A few links might be useful. Every forum I’ve seen has presented some pretty could cases against Schumacher’s comments, even when they might sympathise with part of his reasoning.


      Please don’t be seduced by a title which might suggest it is one-sided. I can see 247 comments so far, and the majority view is not in Schumacher’s favour. Far from it in fact.

  5. Jan Verboven
    29th April 2012, 19:50

    You can build the best car, fastest one with reliable engines, optimum aero and Kers. But still the one and only limiting BASIC factor is the TYRE this beautiful machine stands on. And it’s only a little footprint the rubber has on the tarmac. You can develop basically everything right with the car, only to be let down by scrappy tyres with no life in them, with the build in ‘fall of the cliff’ experience. All the millions pumped into the car are virtually lost because these tyres aren’t racing tyres, they are circus tyres. And yes, in the ‘old’ days people came in for tyres and could push the car again up the ladder. And also ‘then’ tyres degraded, but you could get them ‘back to life’, nurturing them for some laps. Not anymore. Now a racer doesn’t have a clue when or why his only contact with the road is self-destructing in a lap or three of pushing. Pirelli has done a bad job – period. Bridgestones were maybe a bit too long-lasting, but now we have the reverse. If you want to see real racing, the very important element of decent tyres (I didn’t say indestructable) should be in the ‘package’. Otherwise you can build a car that is the top of the season only to see it being mediocre (or worse) on racing day. With Pirelli we will not see epic battles again à la Mansell-Senna-Prost ever again.

  6. I agree with dropping the starting on the tyre you qualified on rule. I guess it does help a little with people out side the top 10 like Kimi in Bahrain. I didnt see anyone complaining about that yet it was partly down to his newer tyres. I dont think removing it will help with people not running in Q3 because they will still want to save tyres.

    As for dropping the rule that forces teams to use both compounds, i dont agree. There isnt a hope in hell of anyone doing it any time soon. Forcing them to use both the prime and option mixes it up. Is it really that fun watching someone who is going backwards quicker than a HRT, e.g Kimi in China this year? Not really…..

    Thankfully these rules arent that important in the Pirelli times however in the BS times they were very important otherwise every driver would have 0 stopped almost every race because the tyres arent that good.

  7. I can only partially agree with the writter. First of all, Schumi may be wrong in saying that tyre management is not an important part of F1 racing – it has indeed always been. But he has a good point in saying that nursing tyres should never be a key goal for F1 racers, after all tyres are there to provide drivers with the necessary conditions in order to run faster than anyone else, not to hinder their abilities to a lower level than what they can extract from their cars.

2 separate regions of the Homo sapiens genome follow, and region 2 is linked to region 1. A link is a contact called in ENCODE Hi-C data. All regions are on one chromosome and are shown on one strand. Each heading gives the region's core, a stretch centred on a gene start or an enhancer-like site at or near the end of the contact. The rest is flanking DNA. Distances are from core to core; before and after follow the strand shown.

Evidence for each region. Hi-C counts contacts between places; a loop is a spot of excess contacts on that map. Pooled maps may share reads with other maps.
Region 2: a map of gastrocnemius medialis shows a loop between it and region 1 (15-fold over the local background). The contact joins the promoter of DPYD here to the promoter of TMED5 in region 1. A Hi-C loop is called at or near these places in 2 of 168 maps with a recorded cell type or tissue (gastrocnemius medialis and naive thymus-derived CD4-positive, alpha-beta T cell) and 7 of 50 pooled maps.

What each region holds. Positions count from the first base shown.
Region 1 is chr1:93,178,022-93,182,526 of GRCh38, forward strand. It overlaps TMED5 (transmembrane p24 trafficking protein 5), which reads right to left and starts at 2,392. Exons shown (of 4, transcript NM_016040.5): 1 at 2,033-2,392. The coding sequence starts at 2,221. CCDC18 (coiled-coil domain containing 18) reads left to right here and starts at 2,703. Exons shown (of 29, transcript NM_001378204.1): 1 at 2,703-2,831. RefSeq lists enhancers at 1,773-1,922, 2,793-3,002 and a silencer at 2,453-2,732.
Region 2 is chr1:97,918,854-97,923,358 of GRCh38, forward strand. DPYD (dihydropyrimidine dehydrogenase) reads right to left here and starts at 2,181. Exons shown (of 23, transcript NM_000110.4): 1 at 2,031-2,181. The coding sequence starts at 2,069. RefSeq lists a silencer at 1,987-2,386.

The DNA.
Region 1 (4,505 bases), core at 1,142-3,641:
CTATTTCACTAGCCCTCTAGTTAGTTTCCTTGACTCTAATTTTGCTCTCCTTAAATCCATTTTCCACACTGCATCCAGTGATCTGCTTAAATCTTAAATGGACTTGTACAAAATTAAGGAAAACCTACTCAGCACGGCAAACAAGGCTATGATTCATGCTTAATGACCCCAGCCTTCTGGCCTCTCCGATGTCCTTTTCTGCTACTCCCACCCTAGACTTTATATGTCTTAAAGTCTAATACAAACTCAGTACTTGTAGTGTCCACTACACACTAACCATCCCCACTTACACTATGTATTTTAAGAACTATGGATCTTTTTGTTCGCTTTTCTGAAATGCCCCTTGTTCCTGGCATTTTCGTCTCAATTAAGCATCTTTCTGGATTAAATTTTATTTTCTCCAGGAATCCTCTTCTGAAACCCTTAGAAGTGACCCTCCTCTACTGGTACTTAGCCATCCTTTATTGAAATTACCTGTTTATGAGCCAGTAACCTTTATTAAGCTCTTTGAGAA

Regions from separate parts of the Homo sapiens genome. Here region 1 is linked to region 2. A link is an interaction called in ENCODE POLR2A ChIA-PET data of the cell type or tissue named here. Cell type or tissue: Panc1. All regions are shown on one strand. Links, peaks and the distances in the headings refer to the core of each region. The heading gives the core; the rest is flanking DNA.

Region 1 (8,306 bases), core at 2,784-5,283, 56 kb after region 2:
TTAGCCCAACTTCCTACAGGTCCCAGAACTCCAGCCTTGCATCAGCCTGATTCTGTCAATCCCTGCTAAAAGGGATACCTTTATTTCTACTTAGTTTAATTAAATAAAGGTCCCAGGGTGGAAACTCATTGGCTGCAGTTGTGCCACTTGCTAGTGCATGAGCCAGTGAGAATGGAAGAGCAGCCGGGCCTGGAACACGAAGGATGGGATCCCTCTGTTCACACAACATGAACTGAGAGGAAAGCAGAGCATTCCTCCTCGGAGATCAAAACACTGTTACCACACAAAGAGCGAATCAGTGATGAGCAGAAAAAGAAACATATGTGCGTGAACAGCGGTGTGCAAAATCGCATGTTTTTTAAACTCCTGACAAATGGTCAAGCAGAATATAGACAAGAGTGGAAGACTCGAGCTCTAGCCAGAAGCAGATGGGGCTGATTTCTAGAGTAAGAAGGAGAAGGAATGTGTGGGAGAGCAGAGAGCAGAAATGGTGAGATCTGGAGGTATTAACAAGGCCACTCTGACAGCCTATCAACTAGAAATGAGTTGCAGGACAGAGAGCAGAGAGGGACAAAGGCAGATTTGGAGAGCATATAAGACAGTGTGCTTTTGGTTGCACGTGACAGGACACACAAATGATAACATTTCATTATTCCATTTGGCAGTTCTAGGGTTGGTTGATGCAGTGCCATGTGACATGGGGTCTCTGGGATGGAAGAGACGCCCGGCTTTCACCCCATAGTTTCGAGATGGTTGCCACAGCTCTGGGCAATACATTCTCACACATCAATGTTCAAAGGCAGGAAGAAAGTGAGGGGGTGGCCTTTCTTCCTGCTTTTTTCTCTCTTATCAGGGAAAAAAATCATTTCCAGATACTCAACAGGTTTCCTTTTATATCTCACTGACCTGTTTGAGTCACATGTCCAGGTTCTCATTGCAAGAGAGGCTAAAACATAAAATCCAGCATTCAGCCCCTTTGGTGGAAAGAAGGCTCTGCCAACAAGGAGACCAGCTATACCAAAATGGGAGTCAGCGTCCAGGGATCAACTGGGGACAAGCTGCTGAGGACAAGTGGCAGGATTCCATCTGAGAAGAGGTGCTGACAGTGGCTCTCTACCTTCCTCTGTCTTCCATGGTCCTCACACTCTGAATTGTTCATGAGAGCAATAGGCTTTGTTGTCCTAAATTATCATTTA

Secondly, to praise the end of the so called “tyre war” is wrong. Just because 2002 produced a run of wins to Ferrari and Schumi, it does not mean that Michelin was smiling about that, so much so that already in 2003 they were fighting Bridgestone’s with much more “punch”, and that trend continued till they practically forced Bridgestone out, becoming a better rubber than their competitors. I still remember that at some point prior to 2005 Schumi himself said publicly that if Bridgestone did not improve to be at the same level of Michelins, than it would be better to switch tyre makers sooner than later.

    In-race refuelling is also criticized in the article (which is something that I agree with banning) but I feel that the reasoning for the criticism is completely off the mark. It is just plain wrong to claim that it followed other series like Indy for instance, and if you compare the level of jeopardy that having to refuel caused to racers in those years with the jeopardy that Pirelli’s tyres are causing now, you can clearly see that it was far better to force refuelling than to have all the teams suffering just because they cannot figure out how the current tyres will behave during the race. This same thinking is valid for the replacement of grooved tyres for the new slicks, I really would prefer to see grooves still in place than watch Alonso helpless with only 6 laps to go in Canada because of a stupid strategy call.

    Nevertheless, I reckon that racing is far more exciting now than it was ten years ago. The only disagreement that I have with the article is the fact that not only he attempted to misguide the readers with garbage reasoning, but also he seemed to elect a far simpler way of artificially affecting race results (through the Pirelli rubber) compared to the unpredictability that we use to get with refuelling, grooved tyres, multi-brand rubber, and especially the fact that drivers were able to go “up to the limits” with the prior set of regulations.

    All of his other points are agreeable to me.

  8. Juan Pablo Lewin
    2nd April 2013, 13:13

    My opinion:

    – Mandatory use of qualyfying tyres for top ten: OUT
    – Mandatory use of two compunds: OUT
    – DRS: OUT (fake overtaking)
    – Re-fuelling IN: More strategic options, and who doesn’t miss those backmarkers on pole just for the TV show :-)